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Study: Rural Immigrant Communities on the Border Suffer Poor Health


Stawberry Harvest in Central California

Foreign-born immigrants in U.S. rural borderlands are plagued by poverty, stress, discrimination and lack of access to adequate healthcare, according to a new study by the University of California Riverside. These inequities jeopardize their mental and physical health. “While the research focused on Latino immigrants in Southern California, our findings tell us a lot about structural level factors and daily life events and chronic strain that create stress for minorities and immigrants in rural communities,” Ann Cheney, lead researcher and an assistant professor in the Center for Healthy Communities at UC Riverside, said in a press release. Rural Health as a Health Disparity The South Eastern Coachella Valley is home to predominantly low-income Mexican farmworking ...

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Hospital Treats Neighborhood as Patient, Tries to Cure Unstable Housing


Houses renovated by the redevelopment project lead by Nationwide Children's Hospital in Columbus, Ohio.

In Columbus, Ohio (5.8% Latino), the diverse Southern Orchards neighborhood suffers racism, a lack of affordable housing, economic segregation, violent crime, poverty, and expensive medical use. That’s why the whole neighborhood has become a hospital’s “patient.” Nationwide Children’s Hospital saw “unsafe conditions” as their patient’s top symptom. They diagnosed their patient with “unstable housing,” which is known to cause many economic, social, and health hardships, especially for Latinos and other people of color. The hospital prescribed a “housing intervention” and spent the past 10 years revitalizing Columbus’ South Side and Southern Orchards neighborhood through its Healthy Neighborhoods Healthy Families (HNHF) partnership with faith, community, ...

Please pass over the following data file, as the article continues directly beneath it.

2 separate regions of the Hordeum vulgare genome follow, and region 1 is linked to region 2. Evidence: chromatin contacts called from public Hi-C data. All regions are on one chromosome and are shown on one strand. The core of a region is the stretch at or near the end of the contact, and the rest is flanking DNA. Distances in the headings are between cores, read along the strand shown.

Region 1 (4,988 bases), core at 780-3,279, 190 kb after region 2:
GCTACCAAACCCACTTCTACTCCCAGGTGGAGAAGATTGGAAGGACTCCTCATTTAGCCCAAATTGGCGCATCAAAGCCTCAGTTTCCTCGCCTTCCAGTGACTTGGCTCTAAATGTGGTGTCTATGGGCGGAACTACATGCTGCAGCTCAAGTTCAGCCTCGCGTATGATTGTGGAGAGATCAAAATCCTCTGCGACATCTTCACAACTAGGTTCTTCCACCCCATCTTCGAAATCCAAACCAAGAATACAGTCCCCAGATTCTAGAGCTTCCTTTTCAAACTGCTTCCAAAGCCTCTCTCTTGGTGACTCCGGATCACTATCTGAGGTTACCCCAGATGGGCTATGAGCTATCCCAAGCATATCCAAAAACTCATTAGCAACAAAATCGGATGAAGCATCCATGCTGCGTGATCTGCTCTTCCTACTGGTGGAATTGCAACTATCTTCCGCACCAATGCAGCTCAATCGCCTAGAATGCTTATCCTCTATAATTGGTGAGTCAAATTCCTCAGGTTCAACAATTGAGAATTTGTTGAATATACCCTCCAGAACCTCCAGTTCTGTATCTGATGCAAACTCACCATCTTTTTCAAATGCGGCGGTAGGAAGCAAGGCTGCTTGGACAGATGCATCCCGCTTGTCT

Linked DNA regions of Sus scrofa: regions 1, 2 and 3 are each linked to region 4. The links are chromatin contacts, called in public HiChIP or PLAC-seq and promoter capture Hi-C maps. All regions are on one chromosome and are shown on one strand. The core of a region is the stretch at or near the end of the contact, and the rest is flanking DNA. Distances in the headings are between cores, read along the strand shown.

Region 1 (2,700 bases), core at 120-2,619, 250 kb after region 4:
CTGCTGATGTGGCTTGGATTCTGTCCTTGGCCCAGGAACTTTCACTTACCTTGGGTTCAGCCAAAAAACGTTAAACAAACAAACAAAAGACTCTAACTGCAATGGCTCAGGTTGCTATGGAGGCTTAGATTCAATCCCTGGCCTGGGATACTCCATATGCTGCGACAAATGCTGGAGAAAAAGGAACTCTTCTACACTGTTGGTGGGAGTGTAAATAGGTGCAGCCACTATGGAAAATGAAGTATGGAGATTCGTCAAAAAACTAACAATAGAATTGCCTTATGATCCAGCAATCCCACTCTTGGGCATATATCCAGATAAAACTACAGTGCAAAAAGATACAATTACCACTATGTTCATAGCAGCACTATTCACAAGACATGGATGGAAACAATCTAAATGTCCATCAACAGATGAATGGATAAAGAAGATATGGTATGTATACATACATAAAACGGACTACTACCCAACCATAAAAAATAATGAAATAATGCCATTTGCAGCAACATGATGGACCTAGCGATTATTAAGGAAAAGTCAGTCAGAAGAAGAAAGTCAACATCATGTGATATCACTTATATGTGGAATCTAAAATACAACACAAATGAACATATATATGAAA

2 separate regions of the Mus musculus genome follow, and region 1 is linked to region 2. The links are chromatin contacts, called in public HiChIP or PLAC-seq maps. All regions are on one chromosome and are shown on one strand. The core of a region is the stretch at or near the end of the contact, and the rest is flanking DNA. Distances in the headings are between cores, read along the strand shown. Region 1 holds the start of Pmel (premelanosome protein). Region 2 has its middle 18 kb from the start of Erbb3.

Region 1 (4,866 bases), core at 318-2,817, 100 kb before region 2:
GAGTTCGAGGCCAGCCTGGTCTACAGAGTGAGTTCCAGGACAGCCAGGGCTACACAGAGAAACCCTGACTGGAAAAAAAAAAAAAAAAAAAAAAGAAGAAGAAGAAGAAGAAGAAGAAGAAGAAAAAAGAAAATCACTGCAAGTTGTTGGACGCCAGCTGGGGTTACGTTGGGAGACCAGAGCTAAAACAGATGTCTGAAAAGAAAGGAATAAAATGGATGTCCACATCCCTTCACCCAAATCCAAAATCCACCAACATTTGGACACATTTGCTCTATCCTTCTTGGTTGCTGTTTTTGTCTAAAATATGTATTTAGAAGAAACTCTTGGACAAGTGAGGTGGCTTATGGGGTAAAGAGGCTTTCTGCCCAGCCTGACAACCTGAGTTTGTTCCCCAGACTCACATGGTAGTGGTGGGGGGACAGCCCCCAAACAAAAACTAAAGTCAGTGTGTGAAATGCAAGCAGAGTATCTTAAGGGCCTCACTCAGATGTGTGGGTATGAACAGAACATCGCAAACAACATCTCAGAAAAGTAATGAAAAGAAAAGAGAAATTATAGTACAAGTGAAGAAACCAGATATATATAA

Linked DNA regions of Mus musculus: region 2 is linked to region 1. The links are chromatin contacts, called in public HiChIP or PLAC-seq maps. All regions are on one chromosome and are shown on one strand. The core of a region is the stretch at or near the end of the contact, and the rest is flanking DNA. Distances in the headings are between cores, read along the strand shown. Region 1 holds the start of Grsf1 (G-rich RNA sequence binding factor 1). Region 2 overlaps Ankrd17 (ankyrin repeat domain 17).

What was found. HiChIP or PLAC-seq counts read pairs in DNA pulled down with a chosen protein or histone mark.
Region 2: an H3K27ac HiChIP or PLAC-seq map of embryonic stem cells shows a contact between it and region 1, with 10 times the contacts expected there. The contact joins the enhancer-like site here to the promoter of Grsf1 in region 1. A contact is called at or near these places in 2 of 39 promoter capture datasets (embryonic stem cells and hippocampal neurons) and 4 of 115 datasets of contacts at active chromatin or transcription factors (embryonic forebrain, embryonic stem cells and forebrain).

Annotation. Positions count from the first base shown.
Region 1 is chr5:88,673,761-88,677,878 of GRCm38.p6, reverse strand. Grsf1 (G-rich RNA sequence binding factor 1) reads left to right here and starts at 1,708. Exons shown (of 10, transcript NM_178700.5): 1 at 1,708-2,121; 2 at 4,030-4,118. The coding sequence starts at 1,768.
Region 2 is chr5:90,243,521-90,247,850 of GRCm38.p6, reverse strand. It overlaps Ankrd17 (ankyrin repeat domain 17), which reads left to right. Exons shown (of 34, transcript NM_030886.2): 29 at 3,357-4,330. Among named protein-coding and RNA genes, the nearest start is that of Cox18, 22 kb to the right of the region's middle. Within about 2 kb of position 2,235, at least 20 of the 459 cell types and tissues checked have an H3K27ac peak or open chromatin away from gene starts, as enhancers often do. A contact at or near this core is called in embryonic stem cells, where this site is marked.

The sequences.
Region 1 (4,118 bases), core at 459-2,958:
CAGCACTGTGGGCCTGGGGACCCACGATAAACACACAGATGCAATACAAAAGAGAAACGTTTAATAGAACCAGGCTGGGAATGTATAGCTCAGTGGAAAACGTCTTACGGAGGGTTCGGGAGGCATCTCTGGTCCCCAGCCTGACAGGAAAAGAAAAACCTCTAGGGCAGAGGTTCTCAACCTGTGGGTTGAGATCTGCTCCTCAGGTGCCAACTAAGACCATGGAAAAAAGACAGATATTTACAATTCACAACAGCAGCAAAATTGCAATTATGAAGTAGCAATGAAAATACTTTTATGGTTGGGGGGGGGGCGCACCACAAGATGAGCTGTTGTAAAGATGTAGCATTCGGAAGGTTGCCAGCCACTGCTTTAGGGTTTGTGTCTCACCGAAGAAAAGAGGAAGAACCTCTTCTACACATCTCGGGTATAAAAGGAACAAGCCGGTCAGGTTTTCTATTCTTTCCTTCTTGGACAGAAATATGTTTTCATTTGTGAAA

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New Playbook: Creating Community Partnerships for Health Equity



A new action-oriented guide is available to foster collaboration between the health sector and the organizations working to improve the conditions of poverty, known as the community development sector. Collaboration among these sectors is critical because more than 80% of the nearly $3.5 trillion spent on medical care each year in the U.S. is spent on treating chronic diseases, most of which are preventable and related to the conditions of poverty. Latinos and low-income populations are disproportionately burdened by the conditions of poverty, thus face higher rates of chronic disease. Conditions of Poverty Health is not created in a doctor’s office, it is created in healthy, equitable, and prosperous communities. However, not all communities were created equal. Some have ...

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Report: Latino Kids Suffer More Poverty and Gaps in Education, Health Opportunity


Latino farm boy in poverty and food insecurity

Latino and other minority youth have higher rates of poverty and greater gaps in education and health opportunity than their white peers, according to a new report. The 2018 County Health Rankings found that: Poverty rates among children and youth are at least 1.5 times higher than rates among adults aged 18 and older, and the rates are even higher for Latino, Black, and American Indian/Alaskan Native children and youth. Child poverty rates for Latino and Black children are worse across all types of counties, and are even higher in suburban counties than for White children in rural counties. More than 1 out of every 5 youth in the bottom performing counties do not graduate from high school in four years. It's worse among racial/ethnic groups. 1 out of 4 Latino youth do not ...